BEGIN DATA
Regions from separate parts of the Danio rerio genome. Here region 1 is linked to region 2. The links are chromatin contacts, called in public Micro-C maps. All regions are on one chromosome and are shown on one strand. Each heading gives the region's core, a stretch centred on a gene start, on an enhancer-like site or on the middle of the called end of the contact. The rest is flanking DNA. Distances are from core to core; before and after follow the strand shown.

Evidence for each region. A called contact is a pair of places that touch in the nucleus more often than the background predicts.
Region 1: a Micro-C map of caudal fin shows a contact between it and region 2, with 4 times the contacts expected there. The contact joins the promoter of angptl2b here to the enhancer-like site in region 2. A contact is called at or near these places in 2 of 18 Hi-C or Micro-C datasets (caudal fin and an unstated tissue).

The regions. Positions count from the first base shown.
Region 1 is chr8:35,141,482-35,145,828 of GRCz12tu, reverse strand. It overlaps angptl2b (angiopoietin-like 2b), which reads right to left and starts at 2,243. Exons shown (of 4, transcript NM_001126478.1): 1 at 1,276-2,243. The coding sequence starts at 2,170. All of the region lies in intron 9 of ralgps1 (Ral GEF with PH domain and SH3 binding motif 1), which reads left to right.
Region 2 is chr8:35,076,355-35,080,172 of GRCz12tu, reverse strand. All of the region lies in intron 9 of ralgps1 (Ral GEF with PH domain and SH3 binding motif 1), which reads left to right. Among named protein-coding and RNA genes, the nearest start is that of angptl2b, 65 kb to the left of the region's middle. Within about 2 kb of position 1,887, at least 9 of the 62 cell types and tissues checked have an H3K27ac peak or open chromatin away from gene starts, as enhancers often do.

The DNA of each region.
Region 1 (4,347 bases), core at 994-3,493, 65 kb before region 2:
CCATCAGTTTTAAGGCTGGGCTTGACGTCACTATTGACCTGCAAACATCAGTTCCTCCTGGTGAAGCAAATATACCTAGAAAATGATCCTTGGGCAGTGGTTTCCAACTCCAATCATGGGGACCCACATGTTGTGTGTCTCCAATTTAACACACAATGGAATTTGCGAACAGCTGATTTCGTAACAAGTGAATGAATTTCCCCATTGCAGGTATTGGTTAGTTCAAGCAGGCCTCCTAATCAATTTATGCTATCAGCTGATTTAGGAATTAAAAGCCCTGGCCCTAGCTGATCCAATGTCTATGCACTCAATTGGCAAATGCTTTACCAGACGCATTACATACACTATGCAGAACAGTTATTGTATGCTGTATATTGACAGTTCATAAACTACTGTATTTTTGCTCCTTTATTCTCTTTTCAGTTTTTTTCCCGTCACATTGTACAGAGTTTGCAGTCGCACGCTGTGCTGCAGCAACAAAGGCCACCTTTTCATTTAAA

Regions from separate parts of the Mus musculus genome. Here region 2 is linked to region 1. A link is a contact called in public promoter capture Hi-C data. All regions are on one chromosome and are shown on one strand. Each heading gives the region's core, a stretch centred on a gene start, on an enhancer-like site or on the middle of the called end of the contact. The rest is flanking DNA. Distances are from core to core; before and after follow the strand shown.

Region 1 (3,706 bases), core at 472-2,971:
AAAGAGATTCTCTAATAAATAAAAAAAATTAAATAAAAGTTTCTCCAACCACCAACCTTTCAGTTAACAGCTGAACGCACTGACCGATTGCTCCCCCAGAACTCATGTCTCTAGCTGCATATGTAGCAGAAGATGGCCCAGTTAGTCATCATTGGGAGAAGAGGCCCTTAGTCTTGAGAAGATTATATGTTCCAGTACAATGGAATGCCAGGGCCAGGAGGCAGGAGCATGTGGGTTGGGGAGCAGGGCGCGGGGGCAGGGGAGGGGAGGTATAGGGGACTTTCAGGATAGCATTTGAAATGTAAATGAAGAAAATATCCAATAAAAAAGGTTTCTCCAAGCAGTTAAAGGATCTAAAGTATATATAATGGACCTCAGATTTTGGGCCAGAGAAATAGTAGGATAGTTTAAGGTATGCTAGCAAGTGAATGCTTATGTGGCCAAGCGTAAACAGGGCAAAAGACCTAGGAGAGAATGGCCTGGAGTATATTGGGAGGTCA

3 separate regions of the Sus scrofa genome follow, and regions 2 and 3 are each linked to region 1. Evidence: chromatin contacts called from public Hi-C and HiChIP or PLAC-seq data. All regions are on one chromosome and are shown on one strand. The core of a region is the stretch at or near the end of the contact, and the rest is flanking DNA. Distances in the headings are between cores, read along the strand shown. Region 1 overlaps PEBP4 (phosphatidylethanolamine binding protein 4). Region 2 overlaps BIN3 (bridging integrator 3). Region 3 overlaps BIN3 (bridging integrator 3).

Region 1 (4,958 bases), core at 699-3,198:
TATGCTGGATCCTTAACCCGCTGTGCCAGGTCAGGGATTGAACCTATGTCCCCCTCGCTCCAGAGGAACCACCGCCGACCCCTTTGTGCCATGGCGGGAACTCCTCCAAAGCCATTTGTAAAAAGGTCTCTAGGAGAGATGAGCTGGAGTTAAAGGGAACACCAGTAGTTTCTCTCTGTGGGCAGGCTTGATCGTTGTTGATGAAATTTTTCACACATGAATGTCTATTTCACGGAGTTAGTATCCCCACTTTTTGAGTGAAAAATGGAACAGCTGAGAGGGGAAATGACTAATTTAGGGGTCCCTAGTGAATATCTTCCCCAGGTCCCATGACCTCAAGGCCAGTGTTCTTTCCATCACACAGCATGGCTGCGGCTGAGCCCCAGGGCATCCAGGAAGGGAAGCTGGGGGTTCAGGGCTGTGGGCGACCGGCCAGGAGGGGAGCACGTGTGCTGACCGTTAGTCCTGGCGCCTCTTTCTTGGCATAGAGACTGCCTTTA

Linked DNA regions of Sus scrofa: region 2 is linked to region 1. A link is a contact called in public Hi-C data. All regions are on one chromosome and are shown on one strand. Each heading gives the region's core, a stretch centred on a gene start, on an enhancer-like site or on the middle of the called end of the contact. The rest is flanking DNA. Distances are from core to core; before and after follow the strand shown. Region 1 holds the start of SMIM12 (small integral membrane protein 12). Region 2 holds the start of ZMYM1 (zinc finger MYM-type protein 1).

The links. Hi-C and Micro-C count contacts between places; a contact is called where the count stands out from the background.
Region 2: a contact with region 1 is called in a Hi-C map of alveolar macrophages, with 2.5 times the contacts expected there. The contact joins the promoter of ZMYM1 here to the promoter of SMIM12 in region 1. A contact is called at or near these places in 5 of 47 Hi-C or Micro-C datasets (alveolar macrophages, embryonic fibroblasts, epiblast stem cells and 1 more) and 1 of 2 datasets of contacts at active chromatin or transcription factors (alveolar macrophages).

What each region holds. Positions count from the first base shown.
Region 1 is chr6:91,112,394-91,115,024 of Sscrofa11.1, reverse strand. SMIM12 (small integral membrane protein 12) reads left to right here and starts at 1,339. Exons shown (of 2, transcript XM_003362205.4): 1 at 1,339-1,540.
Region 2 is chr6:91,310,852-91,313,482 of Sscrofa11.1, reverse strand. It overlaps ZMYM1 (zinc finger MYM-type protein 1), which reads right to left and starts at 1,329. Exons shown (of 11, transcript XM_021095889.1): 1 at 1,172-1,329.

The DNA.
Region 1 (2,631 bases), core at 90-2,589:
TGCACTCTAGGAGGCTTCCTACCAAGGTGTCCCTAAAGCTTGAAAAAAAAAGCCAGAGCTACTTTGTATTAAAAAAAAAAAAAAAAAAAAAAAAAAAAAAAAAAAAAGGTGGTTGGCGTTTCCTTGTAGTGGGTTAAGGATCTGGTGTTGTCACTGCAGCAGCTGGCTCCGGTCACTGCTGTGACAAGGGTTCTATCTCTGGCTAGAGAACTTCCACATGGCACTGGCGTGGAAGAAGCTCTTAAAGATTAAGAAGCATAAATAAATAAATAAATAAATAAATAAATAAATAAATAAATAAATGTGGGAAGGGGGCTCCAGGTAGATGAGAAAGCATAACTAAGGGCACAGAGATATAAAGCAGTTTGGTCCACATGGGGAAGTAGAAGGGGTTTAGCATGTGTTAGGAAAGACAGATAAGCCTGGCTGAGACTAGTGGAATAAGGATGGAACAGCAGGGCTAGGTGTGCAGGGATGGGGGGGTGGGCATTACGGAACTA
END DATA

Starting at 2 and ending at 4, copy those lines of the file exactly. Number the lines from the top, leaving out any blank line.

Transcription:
Evidence for each region. A called contact is a pair of places that touch in the nucleus more often than the background predicts.
Region 1: a Micro-C map of caudal fin shows a contact between it and region 2, with 4 times the contacts expected there. The contact joins the promoter of angptl2b here to the enhancer-like site in region 2. A contact is called at or near these places in 2 of 18 Hi-C or Micro-C datasets (caudal fin and an unstated tissue).

The regions. Positions count from the first base shown.